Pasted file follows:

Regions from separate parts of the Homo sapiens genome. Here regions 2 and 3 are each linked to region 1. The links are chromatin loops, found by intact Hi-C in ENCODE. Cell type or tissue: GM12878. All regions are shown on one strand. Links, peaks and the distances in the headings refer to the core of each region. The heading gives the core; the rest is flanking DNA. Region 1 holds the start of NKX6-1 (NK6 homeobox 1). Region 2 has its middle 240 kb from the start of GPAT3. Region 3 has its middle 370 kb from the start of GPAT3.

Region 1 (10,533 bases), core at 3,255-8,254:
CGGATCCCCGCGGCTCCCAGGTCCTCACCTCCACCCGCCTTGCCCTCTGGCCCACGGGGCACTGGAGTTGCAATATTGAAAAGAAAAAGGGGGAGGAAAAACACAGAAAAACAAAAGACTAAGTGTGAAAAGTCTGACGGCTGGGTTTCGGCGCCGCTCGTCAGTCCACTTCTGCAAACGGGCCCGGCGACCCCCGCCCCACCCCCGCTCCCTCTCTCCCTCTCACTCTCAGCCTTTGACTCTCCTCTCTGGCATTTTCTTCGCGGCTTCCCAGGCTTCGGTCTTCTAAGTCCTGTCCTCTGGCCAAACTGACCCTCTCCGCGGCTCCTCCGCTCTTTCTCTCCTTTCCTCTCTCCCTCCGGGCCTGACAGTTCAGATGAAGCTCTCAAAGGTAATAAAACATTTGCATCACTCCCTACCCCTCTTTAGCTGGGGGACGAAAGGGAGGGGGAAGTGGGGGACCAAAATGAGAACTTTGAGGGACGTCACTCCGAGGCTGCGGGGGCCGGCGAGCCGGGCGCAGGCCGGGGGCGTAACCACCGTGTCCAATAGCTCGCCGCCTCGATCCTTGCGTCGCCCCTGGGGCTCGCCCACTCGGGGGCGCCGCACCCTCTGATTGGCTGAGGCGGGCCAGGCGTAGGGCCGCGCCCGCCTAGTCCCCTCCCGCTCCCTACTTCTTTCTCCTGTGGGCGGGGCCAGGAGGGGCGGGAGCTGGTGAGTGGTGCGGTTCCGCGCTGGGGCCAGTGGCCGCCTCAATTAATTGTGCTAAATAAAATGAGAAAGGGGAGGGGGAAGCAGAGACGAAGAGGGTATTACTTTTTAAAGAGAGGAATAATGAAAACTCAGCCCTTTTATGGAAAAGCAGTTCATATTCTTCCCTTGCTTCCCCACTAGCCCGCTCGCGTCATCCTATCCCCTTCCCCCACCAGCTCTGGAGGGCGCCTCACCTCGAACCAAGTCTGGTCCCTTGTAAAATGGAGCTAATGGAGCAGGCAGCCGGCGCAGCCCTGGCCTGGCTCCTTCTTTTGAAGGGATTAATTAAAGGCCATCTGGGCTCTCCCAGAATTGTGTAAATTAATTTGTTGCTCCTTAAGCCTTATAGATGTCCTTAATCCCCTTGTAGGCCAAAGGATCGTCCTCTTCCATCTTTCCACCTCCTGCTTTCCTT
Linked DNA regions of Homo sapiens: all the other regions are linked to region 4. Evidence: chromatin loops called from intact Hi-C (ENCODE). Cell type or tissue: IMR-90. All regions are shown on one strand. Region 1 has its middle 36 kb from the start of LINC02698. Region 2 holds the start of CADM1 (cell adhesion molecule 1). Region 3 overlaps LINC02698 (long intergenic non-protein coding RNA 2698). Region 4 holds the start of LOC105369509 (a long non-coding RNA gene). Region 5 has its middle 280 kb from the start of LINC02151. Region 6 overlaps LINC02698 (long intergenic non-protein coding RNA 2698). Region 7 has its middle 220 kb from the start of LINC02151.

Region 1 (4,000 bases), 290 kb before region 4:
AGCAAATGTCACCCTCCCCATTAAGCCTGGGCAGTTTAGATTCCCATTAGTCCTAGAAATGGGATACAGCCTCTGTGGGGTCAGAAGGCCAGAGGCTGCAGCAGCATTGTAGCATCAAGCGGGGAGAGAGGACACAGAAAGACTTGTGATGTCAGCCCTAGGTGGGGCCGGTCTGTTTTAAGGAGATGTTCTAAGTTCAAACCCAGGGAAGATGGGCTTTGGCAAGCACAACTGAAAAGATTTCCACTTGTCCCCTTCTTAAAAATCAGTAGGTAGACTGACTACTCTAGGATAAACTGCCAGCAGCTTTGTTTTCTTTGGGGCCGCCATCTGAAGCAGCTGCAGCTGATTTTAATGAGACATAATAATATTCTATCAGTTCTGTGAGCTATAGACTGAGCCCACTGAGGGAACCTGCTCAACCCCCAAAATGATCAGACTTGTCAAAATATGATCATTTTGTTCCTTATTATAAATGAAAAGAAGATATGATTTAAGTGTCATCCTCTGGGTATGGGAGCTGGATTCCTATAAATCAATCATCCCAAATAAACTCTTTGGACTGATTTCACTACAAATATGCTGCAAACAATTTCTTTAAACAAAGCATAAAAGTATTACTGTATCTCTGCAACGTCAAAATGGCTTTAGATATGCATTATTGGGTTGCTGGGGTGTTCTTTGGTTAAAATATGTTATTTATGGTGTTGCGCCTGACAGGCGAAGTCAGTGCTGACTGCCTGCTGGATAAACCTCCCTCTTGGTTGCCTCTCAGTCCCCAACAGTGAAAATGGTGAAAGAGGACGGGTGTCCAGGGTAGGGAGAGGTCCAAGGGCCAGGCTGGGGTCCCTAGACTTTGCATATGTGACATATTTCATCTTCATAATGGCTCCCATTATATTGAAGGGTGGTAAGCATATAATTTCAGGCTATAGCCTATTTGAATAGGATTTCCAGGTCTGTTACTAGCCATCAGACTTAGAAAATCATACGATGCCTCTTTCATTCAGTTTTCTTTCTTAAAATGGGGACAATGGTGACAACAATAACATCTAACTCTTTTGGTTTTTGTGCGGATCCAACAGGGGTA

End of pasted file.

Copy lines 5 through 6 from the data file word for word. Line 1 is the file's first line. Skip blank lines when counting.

Region 1 (4,000 bases), 290 kb before region 4:
AGCAAATGTCACCCTCCCCATTAAGCCTGGGCAGTTTAGATTCCCATTAGTCCTAGAAATGGGATACAGCCTCTGTGGGGTCAGAAGGCCAGAGGCTGCAGCAGCATTGTAGCATCAAGCGGGGAGAGAGGACACAGAAAGACTTGTGATGTCAGCCCTAGGTGGGGCCGGTCTGTTTTAAGGAGATGTTCTAAGTTCAAACCCAGGGAAGATGGGCTTTGGCAAGCACAACTGAAAAGATTTCCACTTGTCCCCTTCTTAAAAATCAGTAGGTAGACTGACTACTCTAGGATAAACTGCCAGCAGCTTTGTTTTCTTTGGGGCCGCCATCTGAAGCAGCTGCAGCTGATTTTAATGAGACATAATAATATTCTATCAGTTCTGTGAGCTATAGACTGAGCCCACTGAGGGAACCTGCTCAACCCCCAAAATGATCAGACTTGTCAAAATATGATCATTTTGTTCCTTATTATAAATGAAAAGAAGATATGATTTAAGTGTCATCCTCTGGGTATGGGAGCTGGATTCCTATAAATCAATCATCCCAAATAAACTCTTTGGACTGATTTCACTACAAATATGCTGCAAACAATTTCTTTAAACAAAGCATAAAAGTATTACTGTATCTCTGCAACGTCAAAATGGCTTTAGATATGCATTATTGGGTTGCTGGGGTGTTCTTTGGTTAAAATATGTTATTTATGGTGTTGCGCCTGACAGGCGAAGTCAGTGCTGACTGCCTGCTGGATAAACCTCCCTCTTGGTTGCCTCTCAGTCCCCAACAGTGAAAATGGTGAAAGAGGACGGGTGTCCAGGGTAGGGAGAGGTCCAAGGGCCAGGCTGGGGTCCCTAGACTTTGCATATGTGACATATTTCATCTTCATAATGGCTCCCATTATATTGAAGGGTGGTAAGCATATAATTTCAGGCTATAGCCTATTTGAATAGGATTTCCAGGTCTGTTACTAGCCATCAGACTTAGAAAATCATACGATGCCTCTTTCATTCAGTTTTCTTTCTTAAAATGGGGACAATGGTGACAACAATAACATCTAACTCTTTTGGTTTTTGTGCGGATCCAACAGGGGTA